Article by Anthony Alaniz. Photography by Mike Garrett of Speedhunters.
There are times when we enthusiasts ponder the life a car has lived. Who drove it before us? Was it some teenager who successfully won their first sexual world series in the backseat? Or was it a father who brought his first-born home in that car and now has to sell it to pay for that kid’s education?
Many think of cars as an appliance—a machine that performs a job and then is tossed aside when obsolete. But to us who live the modified lifestyle, who breathe exhaust fumes and bathe in motor oil, a car has a story, a history—a unique personality that no one person fully understands.
You never know where a car has been, or where it is going, but oftentimes we are just companions for a small part of its journey. The automobile is such an icon of American life—movies and books have been written about the automobile and the freedom we enjoy because of it.
Take Brian Hobaugh and family’s 1965 Corvette Stingray. Bought by Brian’s father in the mid-1980s, the C2 Corvette has lived quite the exciting life. Modifying cars in the 1960s and 70s was popular amongst sports car aficionados—and this C2 was not spared from such fate. Just after it was ordered in 1965 it was modified for autocross racing. To accomplish this, the previous owner cut and widened the fiberglass fenders for larger 315-section tires. The wide stance remains today, though it has had some modifications throughout the years.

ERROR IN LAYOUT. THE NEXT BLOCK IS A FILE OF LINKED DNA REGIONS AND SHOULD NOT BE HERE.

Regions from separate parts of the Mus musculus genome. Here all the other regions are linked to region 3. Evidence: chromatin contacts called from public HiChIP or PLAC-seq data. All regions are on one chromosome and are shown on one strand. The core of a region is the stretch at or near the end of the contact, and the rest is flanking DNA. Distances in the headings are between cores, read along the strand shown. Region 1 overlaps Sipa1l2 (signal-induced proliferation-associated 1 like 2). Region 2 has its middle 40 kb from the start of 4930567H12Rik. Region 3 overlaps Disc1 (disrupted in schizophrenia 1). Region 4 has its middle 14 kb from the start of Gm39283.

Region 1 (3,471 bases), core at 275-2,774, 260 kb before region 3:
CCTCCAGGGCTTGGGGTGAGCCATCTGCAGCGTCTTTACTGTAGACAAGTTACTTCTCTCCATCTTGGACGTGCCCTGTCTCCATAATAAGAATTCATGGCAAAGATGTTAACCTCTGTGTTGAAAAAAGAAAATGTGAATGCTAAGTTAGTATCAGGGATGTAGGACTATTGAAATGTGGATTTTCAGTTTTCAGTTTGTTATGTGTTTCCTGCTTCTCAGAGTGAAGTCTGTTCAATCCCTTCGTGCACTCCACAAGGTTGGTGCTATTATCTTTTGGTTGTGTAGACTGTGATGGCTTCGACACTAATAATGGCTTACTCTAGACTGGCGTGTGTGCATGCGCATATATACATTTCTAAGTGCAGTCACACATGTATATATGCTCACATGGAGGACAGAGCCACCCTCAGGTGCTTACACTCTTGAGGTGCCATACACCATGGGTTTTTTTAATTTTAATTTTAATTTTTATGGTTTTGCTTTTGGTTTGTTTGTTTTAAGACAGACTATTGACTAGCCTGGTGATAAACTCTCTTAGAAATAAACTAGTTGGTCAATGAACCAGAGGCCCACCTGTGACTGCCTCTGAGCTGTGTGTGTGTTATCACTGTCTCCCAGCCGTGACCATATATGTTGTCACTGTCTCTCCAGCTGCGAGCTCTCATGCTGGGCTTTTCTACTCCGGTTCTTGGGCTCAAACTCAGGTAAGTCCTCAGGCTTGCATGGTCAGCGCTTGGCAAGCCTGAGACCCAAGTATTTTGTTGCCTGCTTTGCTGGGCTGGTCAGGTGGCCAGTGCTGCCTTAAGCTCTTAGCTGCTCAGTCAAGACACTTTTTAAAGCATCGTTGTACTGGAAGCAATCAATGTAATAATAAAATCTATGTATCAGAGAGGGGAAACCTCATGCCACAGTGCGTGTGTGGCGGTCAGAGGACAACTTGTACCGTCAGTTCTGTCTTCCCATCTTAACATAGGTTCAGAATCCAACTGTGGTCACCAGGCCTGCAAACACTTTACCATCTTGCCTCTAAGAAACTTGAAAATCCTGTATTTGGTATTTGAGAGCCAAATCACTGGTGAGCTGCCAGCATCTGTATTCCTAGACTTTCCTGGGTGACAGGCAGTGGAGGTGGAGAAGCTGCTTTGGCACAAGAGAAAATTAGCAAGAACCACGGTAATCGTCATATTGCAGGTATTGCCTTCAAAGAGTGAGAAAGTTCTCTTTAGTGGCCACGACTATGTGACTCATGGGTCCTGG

Even Brian’s father, who had quite the reputation among San Francisco Bay-area racecar drivers, bought the car with the intent of racing it in SCCA solo racing. Hobaugh senior made a name for himself as one of the area’s quickest drivers in a race-prepped Camaro. The bright red paint and widened stance give the C2 an aggressive and menacing look. The quality of this restomod is astounding—it looks brand new and fresh off the factory floor.
SpeedHunters did it right when they took the Corvette to the hills east of San Francisco Bay. The photography shows the bright red car with black wheels contrasting nicely against the pale blue sky of California and the bleak, brown landscape. There is a visceral beauty seeing the difference between machine and nature—and photographer Mike Garrett did a wonderful job presenting the restomod.
If Brian’s story is any testament, every car has one unique life to live. It is just a matter of what part of the journey we will be a part of until it moves on to someone new.
Be sure to check out this full feature on SpeedHunters.com